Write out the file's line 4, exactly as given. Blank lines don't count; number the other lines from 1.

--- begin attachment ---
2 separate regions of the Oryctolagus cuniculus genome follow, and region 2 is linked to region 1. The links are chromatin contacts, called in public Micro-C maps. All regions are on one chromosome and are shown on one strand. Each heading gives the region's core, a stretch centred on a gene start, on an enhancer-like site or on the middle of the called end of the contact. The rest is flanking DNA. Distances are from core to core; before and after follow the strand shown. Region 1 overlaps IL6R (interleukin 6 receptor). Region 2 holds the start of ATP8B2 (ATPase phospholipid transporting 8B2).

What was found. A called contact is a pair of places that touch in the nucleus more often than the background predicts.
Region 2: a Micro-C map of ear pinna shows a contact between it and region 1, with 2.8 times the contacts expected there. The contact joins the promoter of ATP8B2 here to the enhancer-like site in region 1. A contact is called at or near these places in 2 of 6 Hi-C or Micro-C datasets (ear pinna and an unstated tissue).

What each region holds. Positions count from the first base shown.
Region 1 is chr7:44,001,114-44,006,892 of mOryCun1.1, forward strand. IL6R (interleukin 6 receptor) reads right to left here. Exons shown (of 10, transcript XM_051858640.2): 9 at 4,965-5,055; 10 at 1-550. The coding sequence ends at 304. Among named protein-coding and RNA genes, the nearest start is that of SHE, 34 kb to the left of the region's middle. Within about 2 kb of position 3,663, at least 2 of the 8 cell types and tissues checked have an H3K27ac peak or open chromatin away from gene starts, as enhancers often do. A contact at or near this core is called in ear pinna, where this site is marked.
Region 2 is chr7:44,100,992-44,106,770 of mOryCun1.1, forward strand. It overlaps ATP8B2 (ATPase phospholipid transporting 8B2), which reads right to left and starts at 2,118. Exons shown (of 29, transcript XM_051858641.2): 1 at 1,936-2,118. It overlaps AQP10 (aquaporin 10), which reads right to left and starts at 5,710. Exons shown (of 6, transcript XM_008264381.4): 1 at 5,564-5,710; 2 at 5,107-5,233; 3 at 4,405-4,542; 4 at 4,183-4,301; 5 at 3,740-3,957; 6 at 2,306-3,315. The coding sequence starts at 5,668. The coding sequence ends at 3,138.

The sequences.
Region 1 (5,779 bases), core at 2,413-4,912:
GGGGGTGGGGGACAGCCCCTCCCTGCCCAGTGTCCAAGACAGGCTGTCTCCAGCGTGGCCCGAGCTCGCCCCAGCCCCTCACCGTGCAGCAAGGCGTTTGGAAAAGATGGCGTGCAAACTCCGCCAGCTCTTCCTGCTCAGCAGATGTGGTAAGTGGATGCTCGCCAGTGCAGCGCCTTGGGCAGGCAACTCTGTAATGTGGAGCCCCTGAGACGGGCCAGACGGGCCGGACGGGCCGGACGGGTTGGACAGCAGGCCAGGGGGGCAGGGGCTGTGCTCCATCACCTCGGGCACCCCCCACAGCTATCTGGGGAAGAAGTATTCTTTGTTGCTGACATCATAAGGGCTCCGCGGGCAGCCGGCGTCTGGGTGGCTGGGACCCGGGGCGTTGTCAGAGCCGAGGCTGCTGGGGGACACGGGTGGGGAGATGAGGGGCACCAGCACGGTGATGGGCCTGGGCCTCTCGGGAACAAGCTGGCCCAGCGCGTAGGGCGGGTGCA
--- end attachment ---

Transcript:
What each region holds. Positions count from the first base shown.